A basic search reaffirms the uncertainty of capacity: In a review of more than 9,500 available Medicaid providers in Travis County, the Chronicle found the only providers listed exclusively as family planning clinics were Planned Parenthood, with the exception of one controversial anti-choice organization, the Heidi Group, and one of its contractors in Marble Falls. (The state awarded Heidi founder Carol Everett $1.65 million in taxpayer money to service public health ("Anti-Choice Group to Receive $1.6 Million Health Grant," Aug. 15, 2016).
HHSC issued similar assurances in court and elsewhere when the state kicked PP from the Women's Health Program on Jan. 1, 2013, and over time they were proved embarrassingly wrong. A number of press reports highlighted the lack of available providers. (Patients were directed to pathology labs and orthopedic centers rather than family planning clinics on a state database). The outcome for women meant less birth control and more unintended pregnancies: Researchers with the UT-based Texas Policy Evaluation Project found a drop in long-acting, reversible contraceptives, and a rise in Medicaid (aka taxpayer-funded) births in counties affected by the PP ban.
Amanda Stevenson, a TxPEP researcher, thinks history will likely repeat itself – this time spawning an even more damaging public health crisis. "I would anticipate that there would be reduced access to long acting and reversible contraception, lower continuation of birth control, and likely higher rates of unintended pregnancy and birth for women unable to go to Planned Parenthood," she told the Chronicle. "That's not good public health. Those are adverse impacts."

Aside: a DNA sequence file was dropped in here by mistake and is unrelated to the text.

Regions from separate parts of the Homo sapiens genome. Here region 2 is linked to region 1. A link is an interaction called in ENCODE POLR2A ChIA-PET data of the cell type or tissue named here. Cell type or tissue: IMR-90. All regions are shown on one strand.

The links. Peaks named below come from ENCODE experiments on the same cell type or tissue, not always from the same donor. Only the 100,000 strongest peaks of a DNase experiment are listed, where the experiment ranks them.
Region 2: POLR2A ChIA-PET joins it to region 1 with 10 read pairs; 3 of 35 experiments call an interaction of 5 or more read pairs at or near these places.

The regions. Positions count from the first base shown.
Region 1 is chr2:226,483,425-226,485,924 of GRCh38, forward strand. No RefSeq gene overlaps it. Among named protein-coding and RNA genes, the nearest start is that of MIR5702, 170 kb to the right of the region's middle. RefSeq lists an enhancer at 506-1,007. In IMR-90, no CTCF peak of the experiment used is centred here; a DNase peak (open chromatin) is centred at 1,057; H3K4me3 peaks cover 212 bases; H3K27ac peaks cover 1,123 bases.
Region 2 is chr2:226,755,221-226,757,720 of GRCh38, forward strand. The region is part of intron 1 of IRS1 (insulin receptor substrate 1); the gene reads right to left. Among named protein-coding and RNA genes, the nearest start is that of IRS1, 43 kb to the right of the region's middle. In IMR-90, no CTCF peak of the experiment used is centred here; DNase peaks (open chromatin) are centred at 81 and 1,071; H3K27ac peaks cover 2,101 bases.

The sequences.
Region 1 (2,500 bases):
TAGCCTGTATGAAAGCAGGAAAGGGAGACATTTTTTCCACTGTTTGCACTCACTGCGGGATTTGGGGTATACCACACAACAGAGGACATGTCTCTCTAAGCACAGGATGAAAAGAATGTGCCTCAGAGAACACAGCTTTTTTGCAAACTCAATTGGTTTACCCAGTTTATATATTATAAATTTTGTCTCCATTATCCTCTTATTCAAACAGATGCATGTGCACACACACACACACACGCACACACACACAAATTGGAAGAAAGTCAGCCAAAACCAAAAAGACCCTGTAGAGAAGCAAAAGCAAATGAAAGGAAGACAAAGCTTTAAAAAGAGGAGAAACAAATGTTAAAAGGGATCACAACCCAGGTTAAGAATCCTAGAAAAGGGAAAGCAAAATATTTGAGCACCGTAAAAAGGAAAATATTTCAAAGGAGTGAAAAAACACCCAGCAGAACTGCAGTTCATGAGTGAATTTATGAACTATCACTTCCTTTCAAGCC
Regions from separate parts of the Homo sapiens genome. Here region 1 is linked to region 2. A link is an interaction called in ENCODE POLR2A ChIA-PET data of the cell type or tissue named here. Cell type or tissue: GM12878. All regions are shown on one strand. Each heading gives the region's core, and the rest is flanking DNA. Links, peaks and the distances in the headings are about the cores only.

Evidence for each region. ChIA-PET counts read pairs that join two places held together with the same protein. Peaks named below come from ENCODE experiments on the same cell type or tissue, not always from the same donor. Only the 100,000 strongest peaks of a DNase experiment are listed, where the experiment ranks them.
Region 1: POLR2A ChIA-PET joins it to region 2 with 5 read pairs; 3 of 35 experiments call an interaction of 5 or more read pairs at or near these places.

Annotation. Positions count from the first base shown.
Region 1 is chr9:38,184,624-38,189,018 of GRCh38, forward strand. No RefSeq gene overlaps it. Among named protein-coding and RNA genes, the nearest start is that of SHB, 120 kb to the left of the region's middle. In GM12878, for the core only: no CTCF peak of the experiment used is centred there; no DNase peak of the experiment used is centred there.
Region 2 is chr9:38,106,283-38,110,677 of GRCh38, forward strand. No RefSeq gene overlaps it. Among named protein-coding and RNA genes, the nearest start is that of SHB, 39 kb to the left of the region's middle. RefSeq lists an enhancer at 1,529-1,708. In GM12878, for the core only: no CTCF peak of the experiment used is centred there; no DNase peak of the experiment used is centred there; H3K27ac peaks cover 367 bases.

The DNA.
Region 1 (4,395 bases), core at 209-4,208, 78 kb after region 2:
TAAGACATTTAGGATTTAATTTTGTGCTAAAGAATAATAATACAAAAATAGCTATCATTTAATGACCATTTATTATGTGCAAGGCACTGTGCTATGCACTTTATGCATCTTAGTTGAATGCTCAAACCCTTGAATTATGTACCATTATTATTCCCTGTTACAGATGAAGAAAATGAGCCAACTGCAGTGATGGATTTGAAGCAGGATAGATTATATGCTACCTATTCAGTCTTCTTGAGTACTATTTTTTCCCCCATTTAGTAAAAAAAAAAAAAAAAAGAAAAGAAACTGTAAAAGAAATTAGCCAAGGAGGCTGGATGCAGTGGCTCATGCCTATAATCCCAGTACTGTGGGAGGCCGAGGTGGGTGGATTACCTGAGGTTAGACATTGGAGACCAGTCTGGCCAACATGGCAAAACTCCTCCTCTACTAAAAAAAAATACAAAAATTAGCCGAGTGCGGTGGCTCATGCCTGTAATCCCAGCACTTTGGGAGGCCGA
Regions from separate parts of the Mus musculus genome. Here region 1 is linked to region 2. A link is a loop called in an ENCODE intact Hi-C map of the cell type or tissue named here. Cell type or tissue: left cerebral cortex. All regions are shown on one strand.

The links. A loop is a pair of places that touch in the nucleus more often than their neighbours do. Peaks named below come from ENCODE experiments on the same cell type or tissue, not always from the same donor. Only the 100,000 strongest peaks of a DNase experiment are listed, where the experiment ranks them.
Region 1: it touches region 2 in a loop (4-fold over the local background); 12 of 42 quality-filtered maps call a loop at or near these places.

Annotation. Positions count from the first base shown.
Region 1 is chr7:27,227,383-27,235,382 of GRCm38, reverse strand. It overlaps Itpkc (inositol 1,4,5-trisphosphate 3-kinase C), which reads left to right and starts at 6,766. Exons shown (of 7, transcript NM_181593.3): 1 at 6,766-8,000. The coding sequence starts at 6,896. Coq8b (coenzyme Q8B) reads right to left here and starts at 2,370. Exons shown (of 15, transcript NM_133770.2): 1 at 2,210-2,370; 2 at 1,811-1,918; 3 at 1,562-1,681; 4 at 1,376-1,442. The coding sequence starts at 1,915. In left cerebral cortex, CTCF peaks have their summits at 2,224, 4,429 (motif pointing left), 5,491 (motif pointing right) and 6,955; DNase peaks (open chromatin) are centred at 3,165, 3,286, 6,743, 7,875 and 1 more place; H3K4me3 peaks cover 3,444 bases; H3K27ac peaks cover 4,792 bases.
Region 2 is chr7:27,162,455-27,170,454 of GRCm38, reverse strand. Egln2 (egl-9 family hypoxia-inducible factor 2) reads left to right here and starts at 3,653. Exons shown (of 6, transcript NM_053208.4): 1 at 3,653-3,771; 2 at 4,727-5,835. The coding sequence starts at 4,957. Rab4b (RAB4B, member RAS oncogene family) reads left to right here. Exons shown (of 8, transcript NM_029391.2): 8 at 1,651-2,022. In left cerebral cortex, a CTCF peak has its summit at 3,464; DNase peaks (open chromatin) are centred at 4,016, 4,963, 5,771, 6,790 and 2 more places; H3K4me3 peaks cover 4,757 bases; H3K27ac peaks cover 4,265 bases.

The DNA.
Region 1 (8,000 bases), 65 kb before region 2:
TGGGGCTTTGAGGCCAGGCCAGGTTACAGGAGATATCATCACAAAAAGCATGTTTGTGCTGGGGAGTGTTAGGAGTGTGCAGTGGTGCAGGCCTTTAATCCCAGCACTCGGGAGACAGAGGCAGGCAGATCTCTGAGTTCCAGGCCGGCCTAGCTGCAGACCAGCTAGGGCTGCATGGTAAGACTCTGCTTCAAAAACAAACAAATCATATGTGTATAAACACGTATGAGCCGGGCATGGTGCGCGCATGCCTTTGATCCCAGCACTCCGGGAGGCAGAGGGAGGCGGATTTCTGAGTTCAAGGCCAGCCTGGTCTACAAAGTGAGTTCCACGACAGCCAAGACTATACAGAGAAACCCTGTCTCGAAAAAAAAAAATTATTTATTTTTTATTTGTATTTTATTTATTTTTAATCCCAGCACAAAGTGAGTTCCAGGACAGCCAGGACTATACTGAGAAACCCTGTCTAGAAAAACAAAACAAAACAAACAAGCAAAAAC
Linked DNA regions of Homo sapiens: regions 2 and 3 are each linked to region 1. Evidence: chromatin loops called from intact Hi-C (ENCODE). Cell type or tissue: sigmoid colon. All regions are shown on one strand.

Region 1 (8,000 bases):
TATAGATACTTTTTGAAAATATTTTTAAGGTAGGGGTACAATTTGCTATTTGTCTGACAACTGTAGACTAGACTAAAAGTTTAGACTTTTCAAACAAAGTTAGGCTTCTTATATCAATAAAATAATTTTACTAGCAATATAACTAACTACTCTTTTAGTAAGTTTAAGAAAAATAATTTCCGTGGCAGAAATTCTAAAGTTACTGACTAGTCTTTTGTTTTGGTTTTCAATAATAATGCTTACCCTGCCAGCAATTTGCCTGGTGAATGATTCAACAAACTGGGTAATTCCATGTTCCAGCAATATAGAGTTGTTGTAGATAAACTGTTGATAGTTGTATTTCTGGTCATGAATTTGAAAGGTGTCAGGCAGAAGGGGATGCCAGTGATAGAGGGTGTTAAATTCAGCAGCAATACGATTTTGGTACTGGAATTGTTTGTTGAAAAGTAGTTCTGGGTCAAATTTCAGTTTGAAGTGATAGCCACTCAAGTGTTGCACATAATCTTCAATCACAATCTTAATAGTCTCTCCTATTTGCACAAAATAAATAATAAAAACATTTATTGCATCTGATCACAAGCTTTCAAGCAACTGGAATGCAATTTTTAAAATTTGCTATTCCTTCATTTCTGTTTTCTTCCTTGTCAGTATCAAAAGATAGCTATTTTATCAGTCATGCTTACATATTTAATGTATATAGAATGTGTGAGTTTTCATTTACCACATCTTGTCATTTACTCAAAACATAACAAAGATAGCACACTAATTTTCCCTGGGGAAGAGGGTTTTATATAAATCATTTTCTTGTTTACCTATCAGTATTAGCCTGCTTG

She noted that while the Women's Health Program served low-income women, the eligibility bar for women to obtain Medicaid is much steeper. Medicaid serves an even poorer population, one that's less able to overcome certain barriers. For instance, for a woman with dependent children to qualify for Medicaid, she must have an income less than 15% of the federal poverty level, or $3,756 annually for a family of three. "If women with more resources had trouble finding a new provider [under the Women's Health Program] then I would anticipate very disadvantaged women are going to have at least that much trouble with the Medicaid exclusion," said Stevenson.
Part of the Puzzle
Confidence in capacity grows increasingly suspect when considering that Planned Parenthood serves as specialists in family planning and sexual health, doing the work available community health centers are not designed to handle. Wheat considers PP's role part of the larger puzzle in Travis County's health network; without it there would be a domino effect on other "safety net" primary care providers such as CommUnityCare, Lone Star Circle of Care, or People's Community Clinic. "While our colleagues at federally qualified health centers provide outstanding care, we're all struggling because the need is high," said Wheat. "So, our part is seeing a patient population for sexual health care services which enables our colleagues to serve pediatric patients with asthma or patients with chronic diabetes, for example. It really takes all of us to make sure resources are available."
If the city's federally qualified health centers were to start seeing displaced PP patients, they would need to offer services beyond just family planning, straining time and resources at the nearly 30 general clinic FQHCs. "Health care is not something you can just turn on and off," said an executive at one of Austin's community clinics. "If family planning patients are no longer seen at Planned Parenthood, other clinics would have to ramp up services and hire new staff. I'm not sure all the places in Travis County have the capacity to do that. So, there would be a big gap in care."